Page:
V. The Unwinding of the Miracle: A Memoir of Life, Death, and Everything That Comes After by Julie Yip-Williams

The author of The Unwinding of the Miracle, the most personal of these books about dying, died at the age of 42 from advanced colon cancer. (You can read the obituary her husband Josh wrote about Yip-Williams’s incredible life here.)

Kirkus Reviews“: “Along the way, the author considers a fundamental question: Is it more courageous to keep struggling (trying new meds and procedures, seeing new specialists) or to surrender to the inevitable? Eventually, she realizes, she will have to do the latter, and she enters hospice care.”

Oct 20

“The Etiquette of Illness” by Susan Halpern

Although I’ve already addressed a related topic (see “What Not to Say When Someone’s in Crisis”), when it comes to how to be with a sick or grieving loved one there’s more to add.
One of the main things I took away from reading Will Schwalbe‘s 2012 The End of Your Life Book Club (see previous post) was his use of info from therapist Susan Halpern‘s 2004 The Etiquette of Illness in his ongoing frequent conversations with his terminally ill mom.

Here’s what Halpern suggests when relating to someone who’s sick:

#1 “Ask: Do you feel like talking about how you feel?”

#2 “Don’t ask if there’s anything you can do. Suggest things, or if it’s not intrusive, just do them.”

#3 “You don’t have to talk all the time. Sometimes just being there is enough.”

Taking Number One to heart in his regular encounters with his mom, Schwalbe knew that rather than keep asking her how she was feeling he could ask if she even felt like talking about how she was feeling. There’s a significant difference.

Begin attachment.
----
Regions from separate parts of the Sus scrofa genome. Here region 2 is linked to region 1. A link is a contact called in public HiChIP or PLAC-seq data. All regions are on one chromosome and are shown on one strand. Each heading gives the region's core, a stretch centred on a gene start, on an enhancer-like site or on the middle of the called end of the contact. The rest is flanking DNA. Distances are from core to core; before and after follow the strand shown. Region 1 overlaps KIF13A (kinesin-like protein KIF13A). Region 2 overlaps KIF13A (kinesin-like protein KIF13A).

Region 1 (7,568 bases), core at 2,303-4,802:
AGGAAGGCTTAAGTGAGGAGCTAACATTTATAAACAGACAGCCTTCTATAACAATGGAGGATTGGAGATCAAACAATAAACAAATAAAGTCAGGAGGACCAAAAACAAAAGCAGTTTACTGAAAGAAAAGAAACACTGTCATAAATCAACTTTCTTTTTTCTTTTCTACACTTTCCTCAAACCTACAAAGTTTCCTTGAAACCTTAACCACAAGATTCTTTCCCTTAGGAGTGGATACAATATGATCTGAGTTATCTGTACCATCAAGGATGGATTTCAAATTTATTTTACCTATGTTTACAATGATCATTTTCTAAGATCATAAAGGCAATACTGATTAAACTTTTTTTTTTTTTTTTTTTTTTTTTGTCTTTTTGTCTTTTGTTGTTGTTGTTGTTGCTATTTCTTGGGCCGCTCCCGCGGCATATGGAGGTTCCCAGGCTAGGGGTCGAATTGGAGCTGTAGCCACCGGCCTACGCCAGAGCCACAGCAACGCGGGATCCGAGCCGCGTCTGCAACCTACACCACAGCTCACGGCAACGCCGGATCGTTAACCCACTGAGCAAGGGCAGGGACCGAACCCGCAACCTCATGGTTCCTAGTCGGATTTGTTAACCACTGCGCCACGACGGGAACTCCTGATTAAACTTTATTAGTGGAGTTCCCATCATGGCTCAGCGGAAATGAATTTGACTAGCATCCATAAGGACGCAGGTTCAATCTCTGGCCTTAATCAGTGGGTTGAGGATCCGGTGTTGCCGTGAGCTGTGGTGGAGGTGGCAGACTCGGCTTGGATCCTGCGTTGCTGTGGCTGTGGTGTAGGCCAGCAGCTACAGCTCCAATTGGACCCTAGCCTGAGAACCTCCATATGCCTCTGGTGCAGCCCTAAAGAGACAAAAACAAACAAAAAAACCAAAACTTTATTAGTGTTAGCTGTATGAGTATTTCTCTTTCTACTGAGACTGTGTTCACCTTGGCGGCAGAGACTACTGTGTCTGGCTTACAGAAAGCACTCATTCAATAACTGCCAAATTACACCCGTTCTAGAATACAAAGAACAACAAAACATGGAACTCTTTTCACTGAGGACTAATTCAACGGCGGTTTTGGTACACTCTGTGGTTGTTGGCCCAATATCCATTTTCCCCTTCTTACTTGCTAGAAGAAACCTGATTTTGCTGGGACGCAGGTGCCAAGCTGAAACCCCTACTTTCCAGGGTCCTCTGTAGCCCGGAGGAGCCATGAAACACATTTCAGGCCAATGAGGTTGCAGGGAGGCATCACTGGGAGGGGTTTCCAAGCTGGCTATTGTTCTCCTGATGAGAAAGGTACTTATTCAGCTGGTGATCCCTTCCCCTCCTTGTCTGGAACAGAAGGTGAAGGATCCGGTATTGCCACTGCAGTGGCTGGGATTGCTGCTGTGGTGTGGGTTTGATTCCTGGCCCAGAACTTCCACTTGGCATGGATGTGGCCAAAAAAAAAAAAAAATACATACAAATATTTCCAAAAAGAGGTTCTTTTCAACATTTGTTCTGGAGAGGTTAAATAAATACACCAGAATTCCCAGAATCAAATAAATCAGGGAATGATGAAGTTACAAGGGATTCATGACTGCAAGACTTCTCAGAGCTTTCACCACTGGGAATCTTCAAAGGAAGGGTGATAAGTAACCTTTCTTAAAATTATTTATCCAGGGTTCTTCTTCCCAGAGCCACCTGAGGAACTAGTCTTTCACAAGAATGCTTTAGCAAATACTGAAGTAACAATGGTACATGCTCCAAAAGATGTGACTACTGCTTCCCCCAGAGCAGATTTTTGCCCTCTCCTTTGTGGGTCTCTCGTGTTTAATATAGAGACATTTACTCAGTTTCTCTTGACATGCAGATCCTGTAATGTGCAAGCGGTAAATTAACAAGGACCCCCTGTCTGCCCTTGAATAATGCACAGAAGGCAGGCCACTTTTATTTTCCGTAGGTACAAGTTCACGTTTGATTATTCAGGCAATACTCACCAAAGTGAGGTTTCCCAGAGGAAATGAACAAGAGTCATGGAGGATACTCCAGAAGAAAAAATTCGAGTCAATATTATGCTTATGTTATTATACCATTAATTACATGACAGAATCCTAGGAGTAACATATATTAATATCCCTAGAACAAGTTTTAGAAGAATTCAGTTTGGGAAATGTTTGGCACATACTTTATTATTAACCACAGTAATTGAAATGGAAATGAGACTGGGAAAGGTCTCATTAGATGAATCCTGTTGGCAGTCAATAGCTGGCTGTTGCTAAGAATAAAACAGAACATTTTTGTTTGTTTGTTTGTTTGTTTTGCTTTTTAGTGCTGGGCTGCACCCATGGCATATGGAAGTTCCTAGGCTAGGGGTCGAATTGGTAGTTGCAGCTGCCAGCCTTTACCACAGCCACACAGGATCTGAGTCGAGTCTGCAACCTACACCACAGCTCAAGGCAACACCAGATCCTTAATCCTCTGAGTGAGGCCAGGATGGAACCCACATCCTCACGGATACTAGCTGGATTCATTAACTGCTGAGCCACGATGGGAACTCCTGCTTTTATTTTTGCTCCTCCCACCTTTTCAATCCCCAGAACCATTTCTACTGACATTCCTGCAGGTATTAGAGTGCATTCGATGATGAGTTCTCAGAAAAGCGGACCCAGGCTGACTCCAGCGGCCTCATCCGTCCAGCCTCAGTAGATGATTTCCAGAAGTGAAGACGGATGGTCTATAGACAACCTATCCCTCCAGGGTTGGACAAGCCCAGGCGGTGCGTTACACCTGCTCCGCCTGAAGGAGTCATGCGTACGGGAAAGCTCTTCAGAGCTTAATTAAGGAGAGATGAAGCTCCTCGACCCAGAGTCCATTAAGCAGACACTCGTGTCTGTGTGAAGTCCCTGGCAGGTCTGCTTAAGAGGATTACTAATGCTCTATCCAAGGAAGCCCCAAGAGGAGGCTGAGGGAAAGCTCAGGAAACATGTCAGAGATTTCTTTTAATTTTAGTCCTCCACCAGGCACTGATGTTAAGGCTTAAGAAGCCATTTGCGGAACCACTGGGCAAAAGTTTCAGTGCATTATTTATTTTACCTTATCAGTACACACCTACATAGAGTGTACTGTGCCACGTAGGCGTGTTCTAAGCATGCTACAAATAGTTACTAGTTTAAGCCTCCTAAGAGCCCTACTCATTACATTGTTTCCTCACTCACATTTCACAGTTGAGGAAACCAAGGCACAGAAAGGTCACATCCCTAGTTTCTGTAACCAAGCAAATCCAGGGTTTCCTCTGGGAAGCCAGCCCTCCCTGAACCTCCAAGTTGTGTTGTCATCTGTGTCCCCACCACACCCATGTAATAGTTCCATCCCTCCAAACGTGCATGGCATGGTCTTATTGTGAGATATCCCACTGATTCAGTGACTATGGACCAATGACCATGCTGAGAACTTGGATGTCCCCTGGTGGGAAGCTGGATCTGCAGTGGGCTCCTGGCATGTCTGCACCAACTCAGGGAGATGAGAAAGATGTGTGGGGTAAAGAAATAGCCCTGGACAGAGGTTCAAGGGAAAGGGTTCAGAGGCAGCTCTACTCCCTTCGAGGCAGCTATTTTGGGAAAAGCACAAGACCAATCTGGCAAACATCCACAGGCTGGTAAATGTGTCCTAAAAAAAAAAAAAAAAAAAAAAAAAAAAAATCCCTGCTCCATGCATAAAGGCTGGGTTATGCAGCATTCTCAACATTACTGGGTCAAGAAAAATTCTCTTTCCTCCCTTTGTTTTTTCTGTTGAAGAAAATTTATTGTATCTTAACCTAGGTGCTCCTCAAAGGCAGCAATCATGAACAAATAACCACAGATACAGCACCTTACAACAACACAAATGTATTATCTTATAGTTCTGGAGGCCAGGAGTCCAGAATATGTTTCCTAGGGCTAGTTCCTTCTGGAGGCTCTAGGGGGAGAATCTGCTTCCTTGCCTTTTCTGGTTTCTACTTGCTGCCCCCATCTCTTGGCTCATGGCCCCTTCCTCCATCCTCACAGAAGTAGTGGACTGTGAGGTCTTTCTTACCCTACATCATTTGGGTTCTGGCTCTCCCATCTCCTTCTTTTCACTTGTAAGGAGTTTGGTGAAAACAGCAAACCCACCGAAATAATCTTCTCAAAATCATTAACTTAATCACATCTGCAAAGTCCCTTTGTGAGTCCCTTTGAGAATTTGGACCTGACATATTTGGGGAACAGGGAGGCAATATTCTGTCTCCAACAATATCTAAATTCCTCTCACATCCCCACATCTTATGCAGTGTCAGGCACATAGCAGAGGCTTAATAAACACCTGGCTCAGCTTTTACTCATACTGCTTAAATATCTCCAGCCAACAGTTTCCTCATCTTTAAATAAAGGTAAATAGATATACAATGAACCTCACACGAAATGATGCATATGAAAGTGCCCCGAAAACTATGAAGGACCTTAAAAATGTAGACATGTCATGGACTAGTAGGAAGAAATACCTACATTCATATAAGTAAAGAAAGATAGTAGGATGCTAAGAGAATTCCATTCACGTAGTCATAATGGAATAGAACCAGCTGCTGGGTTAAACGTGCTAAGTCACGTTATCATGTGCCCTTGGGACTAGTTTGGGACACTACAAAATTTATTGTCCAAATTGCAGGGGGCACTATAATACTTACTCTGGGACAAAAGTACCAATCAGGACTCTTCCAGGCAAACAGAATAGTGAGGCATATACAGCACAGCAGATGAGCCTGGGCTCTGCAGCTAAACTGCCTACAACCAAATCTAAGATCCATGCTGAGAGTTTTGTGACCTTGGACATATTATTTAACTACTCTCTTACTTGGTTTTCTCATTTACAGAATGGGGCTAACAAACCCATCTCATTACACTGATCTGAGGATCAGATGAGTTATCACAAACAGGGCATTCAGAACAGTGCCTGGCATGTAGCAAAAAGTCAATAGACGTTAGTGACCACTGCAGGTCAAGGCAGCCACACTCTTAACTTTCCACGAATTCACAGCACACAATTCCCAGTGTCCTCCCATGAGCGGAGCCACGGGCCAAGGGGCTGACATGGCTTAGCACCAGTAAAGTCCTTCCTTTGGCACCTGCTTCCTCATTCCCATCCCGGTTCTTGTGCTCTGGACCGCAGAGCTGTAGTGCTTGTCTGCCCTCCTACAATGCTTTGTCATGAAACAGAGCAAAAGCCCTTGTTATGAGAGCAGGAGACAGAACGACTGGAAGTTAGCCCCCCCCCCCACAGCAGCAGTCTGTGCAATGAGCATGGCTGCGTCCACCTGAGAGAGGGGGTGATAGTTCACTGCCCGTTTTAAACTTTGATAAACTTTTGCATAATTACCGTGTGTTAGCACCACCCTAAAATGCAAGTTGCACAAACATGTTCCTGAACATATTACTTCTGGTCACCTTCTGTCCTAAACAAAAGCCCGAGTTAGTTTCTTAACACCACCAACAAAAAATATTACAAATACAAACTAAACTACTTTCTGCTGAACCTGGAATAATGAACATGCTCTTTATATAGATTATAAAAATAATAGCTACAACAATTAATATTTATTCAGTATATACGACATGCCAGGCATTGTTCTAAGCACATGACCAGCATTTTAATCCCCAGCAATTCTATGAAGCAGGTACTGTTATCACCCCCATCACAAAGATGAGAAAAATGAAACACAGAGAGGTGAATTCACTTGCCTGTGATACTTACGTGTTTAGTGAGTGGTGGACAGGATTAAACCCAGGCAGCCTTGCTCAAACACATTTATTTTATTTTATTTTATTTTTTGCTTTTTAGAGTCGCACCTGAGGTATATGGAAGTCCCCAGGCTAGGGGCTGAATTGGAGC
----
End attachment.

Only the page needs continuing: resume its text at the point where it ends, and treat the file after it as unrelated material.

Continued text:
Halpern really gets the struggle: “Of course we don’t know what to say…There is no training program for what to say, and some of us, happily, have very little experience. Some people I have met have felt abandoned in hard times by good friends. Sometimes people who are ill and feeling abandoned will call their friends, but that is rare. It is the role of the ‘well person’ to reach out. While it can be hard to initiate contact, doing so brings pleasure and solace to both parties.”

Additional quotes from The Etiquette of Illness:

When people are suffering, they’re not open to hearing horror stories about others with similar maladies. There is less capacity for compassion at such moments.

When we help, we are in a potentially overpowering position.

Compassion occurs when we open our feelings to the feelings of another person, without judgement, pity, or a need to fix. It is an act of holding the fullness of feelings of another in our awareness and feeling suffering or joy with him or her; without becoming lost in the feeling.

Publishers Weekly‘s summary of Halpern’s contributions: “…[She] believes that what we say depends on the individual, the relationship and one’s own self-consciousness. So long as the words come from the heart, it is the expression of true compassionate feeling that will be remembered by the recipient.”